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The problems of transatlantic diffusion theories

The real challenge facing oceanic hyperdiffusionists is not so much that the comparisons of data they build their theories on are necessarily weaker than those made by more orthodox "evolution in situ" scholars. It is that their theories are necessarily more complicated and leave more to explain, thus leaving more to go wrong with their explanations.

The chief problem with positing a West African origin for Olmec culture is that one would expect such kinds of trans-Atlantic travel to leave EITHER more OR fewer traces in Mesoamerica, than the ones we actually find.

Occasional one-way ocean crossings are not hard to believe in during much of prehistory. There are records in early modern times, for instance, of Inuits who survived an accidental kayak trip to West Europe; certainly W. Africans could have wound up in the New World ~1500 B.C.-~500 C.E. But those Inuits did not establish colonies in the Hebrides, and we do not seek the origins of Renaissance realism in Inuit animal carvings.

Any WA fishers or traders who landed in Mesoamerica would have been unlikely to set sail with women, plant or animal domesticates, and toolmaking specialists - the kind of cargo you need in order to transplant your culture onto an alien shore already settled by others. At their luckiest, these stranded sailors would have been adopted by an indigenous tribe, married native women and adapted to native culture. It is most unlikely they would have been elected to local chieftaincies, any more than today's refugees wind up running for president in their lands of refuge.

If they did pull this stunt off, thereby persuading Native American sculptors to render them immortal - then they must have done so by HAVING SOMETHING ON the locals, culturally. Some items of Old World culture would have had to give them an advantage over pre-Olmec Mesoamericans. Well, what items were they? Millet or cattle or bronzemaking? And if they had such items, *where were they in 1492*? Why hadn't they diffused far and wide throughout Native America, the way the Spaniards' horses did, far beyond the writ of the King of Spain?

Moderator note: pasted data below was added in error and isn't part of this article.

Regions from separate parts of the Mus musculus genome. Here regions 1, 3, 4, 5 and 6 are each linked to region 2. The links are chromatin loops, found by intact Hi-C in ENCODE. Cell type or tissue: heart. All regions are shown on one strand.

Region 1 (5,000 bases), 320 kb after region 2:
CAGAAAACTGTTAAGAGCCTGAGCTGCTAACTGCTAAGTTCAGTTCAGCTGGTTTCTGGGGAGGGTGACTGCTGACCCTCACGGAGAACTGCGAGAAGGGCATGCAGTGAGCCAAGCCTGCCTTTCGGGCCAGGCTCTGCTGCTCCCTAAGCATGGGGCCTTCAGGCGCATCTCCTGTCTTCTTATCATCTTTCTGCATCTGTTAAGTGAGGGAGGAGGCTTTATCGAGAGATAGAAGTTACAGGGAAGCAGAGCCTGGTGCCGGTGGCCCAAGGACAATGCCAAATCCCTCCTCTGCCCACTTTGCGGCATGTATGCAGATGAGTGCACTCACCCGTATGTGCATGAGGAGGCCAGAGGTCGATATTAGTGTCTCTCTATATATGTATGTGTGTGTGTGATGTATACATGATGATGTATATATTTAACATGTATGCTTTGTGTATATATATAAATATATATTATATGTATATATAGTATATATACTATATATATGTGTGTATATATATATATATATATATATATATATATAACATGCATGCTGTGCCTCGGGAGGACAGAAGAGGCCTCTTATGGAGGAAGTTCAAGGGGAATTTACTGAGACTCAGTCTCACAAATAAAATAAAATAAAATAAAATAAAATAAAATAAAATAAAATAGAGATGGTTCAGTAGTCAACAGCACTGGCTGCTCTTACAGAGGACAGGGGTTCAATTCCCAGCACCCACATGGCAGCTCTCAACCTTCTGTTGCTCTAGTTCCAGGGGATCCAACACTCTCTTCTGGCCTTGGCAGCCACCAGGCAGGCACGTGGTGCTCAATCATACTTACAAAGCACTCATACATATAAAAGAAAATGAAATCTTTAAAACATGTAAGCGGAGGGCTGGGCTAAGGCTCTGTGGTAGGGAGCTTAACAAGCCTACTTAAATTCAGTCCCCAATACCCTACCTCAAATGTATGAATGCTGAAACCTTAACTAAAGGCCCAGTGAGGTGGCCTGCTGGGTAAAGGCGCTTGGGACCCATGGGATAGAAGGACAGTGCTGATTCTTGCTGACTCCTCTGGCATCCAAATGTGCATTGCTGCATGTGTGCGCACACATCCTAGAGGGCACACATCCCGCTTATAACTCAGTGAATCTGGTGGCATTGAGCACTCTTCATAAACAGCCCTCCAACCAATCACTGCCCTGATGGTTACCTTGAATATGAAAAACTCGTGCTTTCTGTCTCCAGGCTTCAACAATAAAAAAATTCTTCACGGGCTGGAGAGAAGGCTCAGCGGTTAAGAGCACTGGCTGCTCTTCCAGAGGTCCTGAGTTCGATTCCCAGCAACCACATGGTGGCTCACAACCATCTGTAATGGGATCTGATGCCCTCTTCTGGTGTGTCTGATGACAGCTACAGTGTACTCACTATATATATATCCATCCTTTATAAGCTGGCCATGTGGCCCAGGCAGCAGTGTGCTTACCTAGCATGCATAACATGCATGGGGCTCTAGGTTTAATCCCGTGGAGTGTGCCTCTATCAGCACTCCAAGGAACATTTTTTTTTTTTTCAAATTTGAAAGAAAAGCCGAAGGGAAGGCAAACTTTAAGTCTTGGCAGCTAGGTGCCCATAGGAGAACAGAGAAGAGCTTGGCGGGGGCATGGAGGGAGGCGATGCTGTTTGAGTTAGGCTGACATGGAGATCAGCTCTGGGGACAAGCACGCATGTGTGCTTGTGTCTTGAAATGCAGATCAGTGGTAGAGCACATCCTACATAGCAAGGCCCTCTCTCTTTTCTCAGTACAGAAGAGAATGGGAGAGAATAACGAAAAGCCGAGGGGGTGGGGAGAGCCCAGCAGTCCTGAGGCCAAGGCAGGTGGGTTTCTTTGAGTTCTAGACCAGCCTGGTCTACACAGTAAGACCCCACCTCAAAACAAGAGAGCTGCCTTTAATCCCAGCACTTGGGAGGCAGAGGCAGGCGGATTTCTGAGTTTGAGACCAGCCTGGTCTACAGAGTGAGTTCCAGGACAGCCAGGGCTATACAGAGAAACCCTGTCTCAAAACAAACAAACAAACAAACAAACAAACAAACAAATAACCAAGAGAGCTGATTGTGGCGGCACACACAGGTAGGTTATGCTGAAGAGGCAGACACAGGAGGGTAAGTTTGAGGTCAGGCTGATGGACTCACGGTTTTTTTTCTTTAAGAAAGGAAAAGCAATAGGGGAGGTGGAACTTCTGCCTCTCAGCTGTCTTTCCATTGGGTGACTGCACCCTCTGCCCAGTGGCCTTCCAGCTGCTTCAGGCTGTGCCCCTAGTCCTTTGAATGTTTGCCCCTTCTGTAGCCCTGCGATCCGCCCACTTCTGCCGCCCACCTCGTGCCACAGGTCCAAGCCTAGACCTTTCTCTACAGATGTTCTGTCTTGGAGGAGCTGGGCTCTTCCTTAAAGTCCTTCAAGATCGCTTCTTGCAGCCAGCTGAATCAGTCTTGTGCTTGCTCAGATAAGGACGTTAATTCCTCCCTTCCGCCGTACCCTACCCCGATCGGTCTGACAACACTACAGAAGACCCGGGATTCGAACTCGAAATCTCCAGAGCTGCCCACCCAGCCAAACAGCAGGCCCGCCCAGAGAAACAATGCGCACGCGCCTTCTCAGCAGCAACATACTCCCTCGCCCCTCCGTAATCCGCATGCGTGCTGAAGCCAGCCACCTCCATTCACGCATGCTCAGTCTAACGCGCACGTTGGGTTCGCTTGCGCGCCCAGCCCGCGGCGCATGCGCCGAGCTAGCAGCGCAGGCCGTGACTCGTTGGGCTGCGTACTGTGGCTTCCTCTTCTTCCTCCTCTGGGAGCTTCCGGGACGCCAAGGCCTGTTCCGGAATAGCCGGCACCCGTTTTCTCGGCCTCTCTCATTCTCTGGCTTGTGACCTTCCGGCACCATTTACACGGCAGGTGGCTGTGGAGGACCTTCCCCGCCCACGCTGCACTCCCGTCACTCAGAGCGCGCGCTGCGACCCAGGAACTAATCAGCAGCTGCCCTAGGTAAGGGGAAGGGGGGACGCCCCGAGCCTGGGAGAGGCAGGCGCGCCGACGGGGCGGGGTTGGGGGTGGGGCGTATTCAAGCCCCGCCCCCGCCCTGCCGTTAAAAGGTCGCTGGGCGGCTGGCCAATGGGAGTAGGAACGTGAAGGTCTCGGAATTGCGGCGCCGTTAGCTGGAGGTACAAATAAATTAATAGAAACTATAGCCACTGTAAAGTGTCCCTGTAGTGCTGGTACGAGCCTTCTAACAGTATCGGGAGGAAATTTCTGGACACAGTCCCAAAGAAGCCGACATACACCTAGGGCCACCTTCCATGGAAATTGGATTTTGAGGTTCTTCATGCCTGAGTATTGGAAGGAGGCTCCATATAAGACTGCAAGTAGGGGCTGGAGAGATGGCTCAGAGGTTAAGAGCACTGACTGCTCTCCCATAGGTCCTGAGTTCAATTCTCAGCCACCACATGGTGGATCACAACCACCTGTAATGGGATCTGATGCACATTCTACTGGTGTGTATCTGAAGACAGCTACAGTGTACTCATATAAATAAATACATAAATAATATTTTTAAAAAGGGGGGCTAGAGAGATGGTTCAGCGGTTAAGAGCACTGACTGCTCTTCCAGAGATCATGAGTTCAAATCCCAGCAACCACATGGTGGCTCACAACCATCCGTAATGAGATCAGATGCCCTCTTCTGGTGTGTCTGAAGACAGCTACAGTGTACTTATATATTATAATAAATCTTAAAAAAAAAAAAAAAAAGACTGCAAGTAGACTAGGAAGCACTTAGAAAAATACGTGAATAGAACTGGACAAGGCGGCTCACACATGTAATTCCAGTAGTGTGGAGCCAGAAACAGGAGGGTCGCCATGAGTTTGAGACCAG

In modern experience, seafaring cultures that are successful enough to plant colonies on previously occupied shores are usually successful enough to establish regular round-trip voyages. Any fool can set out to sea, after all; the test of seamanship is being able to get back home again, as any sailor will tell you. But the supposition of round-trip travel between Guinea and Mexico creates even more problems --

E.g., why would they have bothered? For what did they trade, that was in short supply in WA and so valuable that it would be worth the incredible hazards of trans-Atlantic travel?

E.g., why didn't they bother to pick up any of those incredibly useful Mesoamerican plant cultigens that had swept across Europe by 100 years after Columbus - as well as Africa and Asia? Or did they really, and WA'ans actually had maize and tobacco and tomatoes all along - but somehow the Euros overlooked them?

E.g., how come they didn't establish "Olmec" way-stations? Nobody in his right mind sails directly from Europe or Africa to the Isthmus of Tehuantepec - you have to go via the Greater Antilles and Florida, as the Spaniards did. And you would found colonies there, as the Spaniards did, leaving plentiful signs of them today. So where is the "WA Olmec phase" of archeology in Florida, Cuba, Hispaniola and Puerto Rico? You can't have it just in Mexico.

E.g., why didn't they transmit Old World diseases to the New World the way Europeans and Africans apparently did in 1500? Epidemics devastated Native Americans from pole to pole, post- Columbus, arguing long isolation from Old World pathogens. If WA'ans had been mucking around in Olmec Country, would not that patch of Mesoamericans at least have experienced these diseases at that time? But in that case, (a) they would have been already present in Mexico by 1500 and (b) they would not have been as lethal as history records they were at that time.

One could go on and on. The problem is not that one can't cobble together an argument that ingeniously links, say, Mandes with Olmecs - or any other hyperdiffusionist pairing - but that in order to make ANY such theory work, one is driven to add so many bells and whistles and other moving parts that it becomes increasingly cumbersome and unlikely.

Oceanic diffusion theories are the scientific equivalent of Jaguars: man, they look sexy and they're sure a lot of fun to drive, but they're constantly breaking down. Scientists prefer indigenous evolution theories (at least to go to work in) because they're more like Hondas: simple and easily maintainable. *That* kind of elegance.

So it does not require a "conspiracy" or "blindness" on the part of orthodox thinkers to turn up their noses at glamorous diffusion propositions. Diffusion seems to explain one comparison neatly, but usually at the cost of making six other explanations more complex. There is an extra burden of proof to make the complex theories work BETTER than the simpler explanation of chance convergence.

-Tony West